An appellate court in the Dominican Republic yesterday threw out the conviction of a journalist who had been sentenced to three months in prison for defamation last September.
A three-judge panel of the Appeals Court for the National District (Santo Domingo) ordered a retrial in the case of Melton Pineda, who had been found guilty of defaming a fellow journalist whom Pineda had accused of covering up crimes committed by a local police captain. One justice on the panel dissented from the majority opinion.
“We welcome the Santo Domingo Appellate Court’s decision to overturn the conviction of Melton Pineda, but we reiterate that this case should never have been heard by a criminal court in the first place,” International Press Institute (IPI) Deputy Director Anthony Mills said. “A growing international consensus holds that criminal defamation laws are incompatible with freedom of expression. We hope that this decision spurs Dominican Republic legislators to move ahead with the legal reforms that would remove libel, insult, and contempt of authority as criminal offences.”
Pineda was the second Dominican Republic journalist in 2012 to receive a jail term for defamation. In June, an appeals court in San Francisco de Macorís similarly nullified the criminal libel conviction and six-month prison sentence of radio reporter Johnny Alberto Salazar. The Dominican Republic was the only Caribbean country besides Cuba to actively apply its criminal defamation laws in 2012.
In June 2012, IPI visited the Dominican Republic as part of its campaign to abolish criminal defamation in the Caribbean. At a public hearing last November following lobbying by IPI, members of the justice commission of the Chamber of Deputies announced plans to remove refereces to defamation and insult from the country’s Penal Code.
In a separate development, the editors-in-chief of three of the Dominican Republic’s most prominent newspapers on Monday filed constitutional challenges to the Penal Code and to country’s press law (Law No. 6132, On the Expression and Diffusion of Thought), arguing that the criminal defamation provisions contained in the measures promoted self-censorship in the media.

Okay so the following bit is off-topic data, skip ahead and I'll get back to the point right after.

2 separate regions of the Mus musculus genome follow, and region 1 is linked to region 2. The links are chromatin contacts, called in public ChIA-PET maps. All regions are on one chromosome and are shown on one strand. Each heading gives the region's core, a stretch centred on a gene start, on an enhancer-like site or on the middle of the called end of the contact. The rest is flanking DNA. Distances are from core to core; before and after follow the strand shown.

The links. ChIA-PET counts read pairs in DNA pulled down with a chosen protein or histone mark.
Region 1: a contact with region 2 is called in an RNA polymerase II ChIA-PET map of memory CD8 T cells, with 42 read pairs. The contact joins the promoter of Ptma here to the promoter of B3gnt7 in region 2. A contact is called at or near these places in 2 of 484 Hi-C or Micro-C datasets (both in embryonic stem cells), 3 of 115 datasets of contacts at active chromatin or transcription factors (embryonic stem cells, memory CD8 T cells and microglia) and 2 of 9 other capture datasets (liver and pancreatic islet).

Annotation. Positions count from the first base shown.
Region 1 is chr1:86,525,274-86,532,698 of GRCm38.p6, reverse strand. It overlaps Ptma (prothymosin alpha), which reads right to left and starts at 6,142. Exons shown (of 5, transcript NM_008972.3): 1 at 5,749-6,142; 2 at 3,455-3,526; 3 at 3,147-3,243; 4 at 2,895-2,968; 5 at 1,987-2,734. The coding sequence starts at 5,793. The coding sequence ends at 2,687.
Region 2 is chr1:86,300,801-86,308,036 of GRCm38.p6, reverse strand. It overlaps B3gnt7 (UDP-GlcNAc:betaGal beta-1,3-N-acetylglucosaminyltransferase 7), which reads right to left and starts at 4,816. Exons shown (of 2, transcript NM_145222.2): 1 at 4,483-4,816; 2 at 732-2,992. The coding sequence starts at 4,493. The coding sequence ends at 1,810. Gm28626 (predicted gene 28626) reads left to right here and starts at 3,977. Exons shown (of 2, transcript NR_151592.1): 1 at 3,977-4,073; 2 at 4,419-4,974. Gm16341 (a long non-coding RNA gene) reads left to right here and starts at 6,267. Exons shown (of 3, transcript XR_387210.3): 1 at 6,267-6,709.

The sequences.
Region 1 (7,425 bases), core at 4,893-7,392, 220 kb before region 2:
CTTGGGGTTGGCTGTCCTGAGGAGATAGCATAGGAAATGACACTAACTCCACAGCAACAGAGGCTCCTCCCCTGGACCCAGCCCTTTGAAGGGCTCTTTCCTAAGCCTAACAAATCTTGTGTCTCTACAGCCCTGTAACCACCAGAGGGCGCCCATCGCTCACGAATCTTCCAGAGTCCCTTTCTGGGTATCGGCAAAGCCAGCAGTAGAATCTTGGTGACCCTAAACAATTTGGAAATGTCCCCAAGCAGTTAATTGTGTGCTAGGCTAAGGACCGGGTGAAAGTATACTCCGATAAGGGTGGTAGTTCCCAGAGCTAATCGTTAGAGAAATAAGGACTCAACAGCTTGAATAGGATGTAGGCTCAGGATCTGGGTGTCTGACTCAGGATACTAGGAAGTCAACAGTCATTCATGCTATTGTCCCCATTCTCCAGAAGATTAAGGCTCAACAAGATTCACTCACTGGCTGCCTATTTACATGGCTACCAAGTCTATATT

The three editors, Osvaldo Santana of El Caribe, Rafael Molina Morillo of El Día, and Miguel Franjul of Listín Diario, also challenged the principle by which liability for defamation is shared at various levels (Spanish: “cascada de responsabilidad”) of the media company, arguing that journalists should be held solely responsible for any defamatory material they write.
According to Law No. 6132, newspaper editors are the party with the largest share of liability in defamation cases, followed by journalists, printers, and finally vendors and distributors. However, Article 48 of the law states that newspaper owners are responsible for any financial damages incurred on the part of editors or journalists.
Last month, IPI released a comprehensive study of criminal defamation legislation in the Caribbean, noting that the Dominican Republic had some of the harshest and most extensive provisions related to defamation and desacato, or contempt of authority.
An IPI delegation will return to the Dominican Republic in April to advise legislators on reforms to the Press Law and to advocate for the passage of a revised Penal Code. In addition, IPI will hold workshops on journalism ethics and investigative journalism in various parts of the country.